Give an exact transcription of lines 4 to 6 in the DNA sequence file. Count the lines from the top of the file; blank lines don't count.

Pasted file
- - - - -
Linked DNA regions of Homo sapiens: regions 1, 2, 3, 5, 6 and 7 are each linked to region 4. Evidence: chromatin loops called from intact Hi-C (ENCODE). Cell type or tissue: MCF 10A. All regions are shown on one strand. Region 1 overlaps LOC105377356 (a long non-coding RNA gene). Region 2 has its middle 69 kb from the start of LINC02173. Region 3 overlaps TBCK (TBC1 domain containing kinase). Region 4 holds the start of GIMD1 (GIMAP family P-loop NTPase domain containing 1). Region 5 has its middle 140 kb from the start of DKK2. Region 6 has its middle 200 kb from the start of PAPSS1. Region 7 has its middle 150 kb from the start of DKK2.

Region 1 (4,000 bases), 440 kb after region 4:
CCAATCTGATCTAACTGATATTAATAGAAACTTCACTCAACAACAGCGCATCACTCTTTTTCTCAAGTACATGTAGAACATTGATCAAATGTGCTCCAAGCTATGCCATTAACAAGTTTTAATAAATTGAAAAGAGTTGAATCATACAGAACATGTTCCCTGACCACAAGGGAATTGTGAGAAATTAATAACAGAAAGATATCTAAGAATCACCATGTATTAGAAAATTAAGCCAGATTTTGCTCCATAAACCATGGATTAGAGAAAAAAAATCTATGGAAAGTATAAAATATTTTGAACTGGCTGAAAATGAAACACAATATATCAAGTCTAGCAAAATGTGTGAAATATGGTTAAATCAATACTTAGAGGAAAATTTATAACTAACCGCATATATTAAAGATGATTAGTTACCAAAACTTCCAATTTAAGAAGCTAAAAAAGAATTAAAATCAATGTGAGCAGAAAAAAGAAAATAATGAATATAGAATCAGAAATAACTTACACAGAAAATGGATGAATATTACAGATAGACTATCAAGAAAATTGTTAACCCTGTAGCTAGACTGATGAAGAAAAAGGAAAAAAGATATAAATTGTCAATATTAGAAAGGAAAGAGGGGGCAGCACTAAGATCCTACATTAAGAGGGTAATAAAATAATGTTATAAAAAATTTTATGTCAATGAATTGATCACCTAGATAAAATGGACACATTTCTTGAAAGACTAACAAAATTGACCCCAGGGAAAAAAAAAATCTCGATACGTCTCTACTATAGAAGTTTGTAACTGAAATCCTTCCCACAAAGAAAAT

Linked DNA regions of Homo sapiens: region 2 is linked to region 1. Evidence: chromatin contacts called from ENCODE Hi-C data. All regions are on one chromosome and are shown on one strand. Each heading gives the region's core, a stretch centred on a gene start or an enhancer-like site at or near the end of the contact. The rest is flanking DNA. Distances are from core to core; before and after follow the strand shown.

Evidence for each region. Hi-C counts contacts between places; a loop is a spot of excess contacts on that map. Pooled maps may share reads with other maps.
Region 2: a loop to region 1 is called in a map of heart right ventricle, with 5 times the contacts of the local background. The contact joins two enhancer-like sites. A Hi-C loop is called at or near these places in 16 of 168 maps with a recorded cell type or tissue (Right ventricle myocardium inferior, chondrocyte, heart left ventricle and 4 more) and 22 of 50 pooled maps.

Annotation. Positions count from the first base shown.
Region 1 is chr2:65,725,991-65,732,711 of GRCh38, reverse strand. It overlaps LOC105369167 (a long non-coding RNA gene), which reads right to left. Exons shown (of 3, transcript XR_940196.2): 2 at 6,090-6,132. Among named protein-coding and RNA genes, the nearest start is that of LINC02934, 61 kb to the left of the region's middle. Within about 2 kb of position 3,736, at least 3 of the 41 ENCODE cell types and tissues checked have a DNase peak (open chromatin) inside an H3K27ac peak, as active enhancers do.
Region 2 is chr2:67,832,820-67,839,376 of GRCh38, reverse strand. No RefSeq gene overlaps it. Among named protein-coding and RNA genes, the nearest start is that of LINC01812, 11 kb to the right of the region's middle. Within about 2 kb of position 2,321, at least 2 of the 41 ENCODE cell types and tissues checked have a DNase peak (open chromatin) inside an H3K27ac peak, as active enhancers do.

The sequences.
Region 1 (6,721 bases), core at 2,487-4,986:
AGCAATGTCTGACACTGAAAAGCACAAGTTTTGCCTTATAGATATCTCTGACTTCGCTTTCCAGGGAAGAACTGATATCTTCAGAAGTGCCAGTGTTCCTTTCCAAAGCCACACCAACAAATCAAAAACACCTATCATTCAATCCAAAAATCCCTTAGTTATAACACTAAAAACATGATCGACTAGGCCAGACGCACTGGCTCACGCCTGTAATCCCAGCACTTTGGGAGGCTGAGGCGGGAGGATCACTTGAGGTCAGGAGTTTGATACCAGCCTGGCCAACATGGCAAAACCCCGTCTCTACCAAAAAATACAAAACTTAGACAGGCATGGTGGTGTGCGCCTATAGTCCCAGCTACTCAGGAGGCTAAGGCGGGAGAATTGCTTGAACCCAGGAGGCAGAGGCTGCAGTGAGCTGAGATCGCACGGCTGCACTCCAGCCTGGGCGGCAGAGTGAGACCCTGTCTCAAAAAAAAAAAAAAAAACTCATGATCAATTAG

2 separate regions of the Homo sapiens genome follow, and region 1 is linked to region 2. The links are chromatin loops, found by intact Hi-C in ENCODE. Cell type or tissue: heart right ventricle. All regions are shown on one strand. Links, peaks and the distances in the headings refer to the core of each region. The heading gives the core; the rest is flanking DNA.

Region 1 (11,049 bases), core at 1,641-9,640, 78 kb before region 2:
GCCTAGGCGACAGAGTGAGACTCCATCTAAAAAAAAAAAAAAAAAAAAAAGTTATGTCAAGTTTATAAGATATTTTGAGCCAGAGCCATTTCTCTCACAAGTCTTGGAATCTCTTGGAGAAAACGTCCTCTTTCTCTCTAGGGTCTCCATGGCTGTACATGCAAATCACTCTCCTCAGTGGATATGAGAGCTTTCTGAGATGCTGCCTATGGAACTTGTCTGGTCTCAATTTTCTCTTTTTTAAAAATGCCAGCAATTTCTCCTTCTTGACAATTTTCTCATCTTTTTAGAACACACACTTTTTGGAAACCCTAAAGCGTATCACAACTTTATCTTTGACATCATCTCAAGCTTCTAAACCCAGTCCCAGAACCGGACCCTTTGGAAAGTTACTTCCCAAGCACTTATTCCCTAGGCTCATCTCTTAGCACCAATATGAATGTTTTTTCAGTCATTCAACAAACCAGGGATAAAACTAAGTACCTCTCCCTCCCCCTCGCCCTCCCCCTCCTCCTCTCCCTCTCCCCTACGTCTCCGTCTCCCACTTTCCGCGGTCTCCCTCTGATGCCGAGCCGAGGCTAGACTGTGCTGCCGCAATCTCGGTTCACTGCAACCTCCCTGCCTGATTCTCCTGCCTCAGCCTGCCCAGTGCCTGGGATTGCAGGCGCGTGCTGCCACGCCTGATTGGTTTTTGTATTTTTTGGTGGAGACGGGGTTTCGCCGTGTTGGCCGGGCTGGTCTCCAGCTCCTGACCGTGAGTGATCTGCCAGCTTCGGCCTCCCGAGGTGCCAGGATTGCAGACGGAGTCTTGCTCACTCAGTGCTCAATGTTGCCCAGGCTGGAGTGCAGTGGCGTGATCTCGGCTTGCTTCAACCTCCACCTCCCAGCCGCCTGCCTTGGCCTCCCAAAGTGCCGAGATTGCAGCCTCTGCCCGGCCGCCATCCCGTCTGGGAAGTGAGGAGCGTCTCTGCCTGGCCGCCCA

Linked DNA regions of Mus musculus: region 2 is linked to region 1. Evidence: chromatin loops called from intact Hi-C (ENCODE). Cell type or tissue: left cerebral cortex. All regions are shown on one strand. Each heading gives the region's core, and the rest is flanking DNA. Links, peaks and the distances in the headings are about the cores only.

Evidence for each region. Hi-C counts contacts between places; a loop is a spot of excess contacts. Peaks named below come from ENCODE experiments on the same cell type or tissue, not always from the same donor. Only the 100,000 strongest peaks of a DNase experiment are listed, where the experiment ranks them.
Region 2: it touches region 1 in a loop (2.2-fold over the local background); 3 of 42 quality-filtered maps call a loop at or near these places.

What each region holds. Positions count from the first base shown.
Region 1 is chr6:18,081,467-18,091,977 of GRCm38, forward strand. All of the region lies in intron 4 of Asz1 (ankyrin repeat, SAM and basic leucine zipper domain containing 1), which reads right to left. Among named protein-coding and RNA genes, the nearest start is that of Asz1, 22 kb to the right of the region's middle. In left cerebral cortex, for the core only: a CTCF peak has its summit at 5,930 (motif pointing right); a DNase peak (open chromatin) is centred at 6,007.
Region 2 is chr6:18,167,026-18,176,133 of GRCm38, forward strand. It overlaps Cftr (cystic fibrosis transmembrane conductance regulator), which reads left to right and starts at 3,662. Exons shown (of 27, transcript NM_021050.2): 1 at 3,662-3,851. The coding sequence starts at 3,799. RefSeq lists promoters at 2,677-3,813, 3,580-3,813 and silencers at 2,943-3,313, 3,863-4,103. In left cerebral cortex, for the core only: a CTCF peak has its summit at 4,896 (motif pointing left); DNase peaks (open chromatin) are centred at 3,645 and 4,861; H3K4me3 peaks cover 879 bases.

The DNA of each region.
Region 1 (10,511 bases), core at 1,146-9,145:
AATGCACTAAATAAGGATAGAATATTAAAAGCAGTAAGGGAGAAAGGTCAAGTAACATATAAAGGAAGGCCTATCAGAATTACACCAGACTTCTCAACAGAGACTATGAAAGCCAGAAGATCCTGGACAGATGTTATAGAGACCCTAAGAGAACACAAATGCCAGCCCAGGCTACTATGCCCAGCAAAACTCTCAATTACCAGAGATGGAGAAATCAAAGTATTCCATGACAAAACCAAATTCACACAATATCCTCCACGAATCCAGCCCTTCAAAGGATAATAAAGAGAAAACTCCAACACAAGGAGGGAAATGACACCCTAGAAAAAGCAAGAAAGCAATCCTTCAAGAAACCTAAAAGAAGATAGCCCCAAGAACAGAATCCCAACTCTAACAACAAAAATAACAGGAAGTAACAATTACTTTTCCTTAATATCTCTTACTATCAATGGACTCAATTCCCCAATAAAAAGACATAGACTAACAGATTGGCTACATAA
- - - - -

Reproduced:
Linked DNA regions of Homo sapiens: region 2 is linked to region 1. Evidence: chromatin contacts called from ENCODE Hi-C data. All regions are on one chromosome and are shown on one strand. Each heading gives the region's core, a stretch centred on a gene start or an enhancer-like site at or near the end of the contact. The rest is flanking DNA. Distances are from core to core; before and after follow the strand shown.

Evidence for each region. Hi-C counts contacts between places; a loop is a spot of excess contacts on that map. Pooled maps may share reads with other maps.
Region 2: a loop to region 1 is called in a map of heart right ventricle, with 5 times the contacts of the local background. The contact joins two enhancer-like sites. A Hi-C loop is called at or near these places in 16 of 168 maps with a recorded cell type or tissue (Right ventricle myocardium inferior, chondrocyte, heart left ventricle and 4 more) and 22 of 50 pooled maps.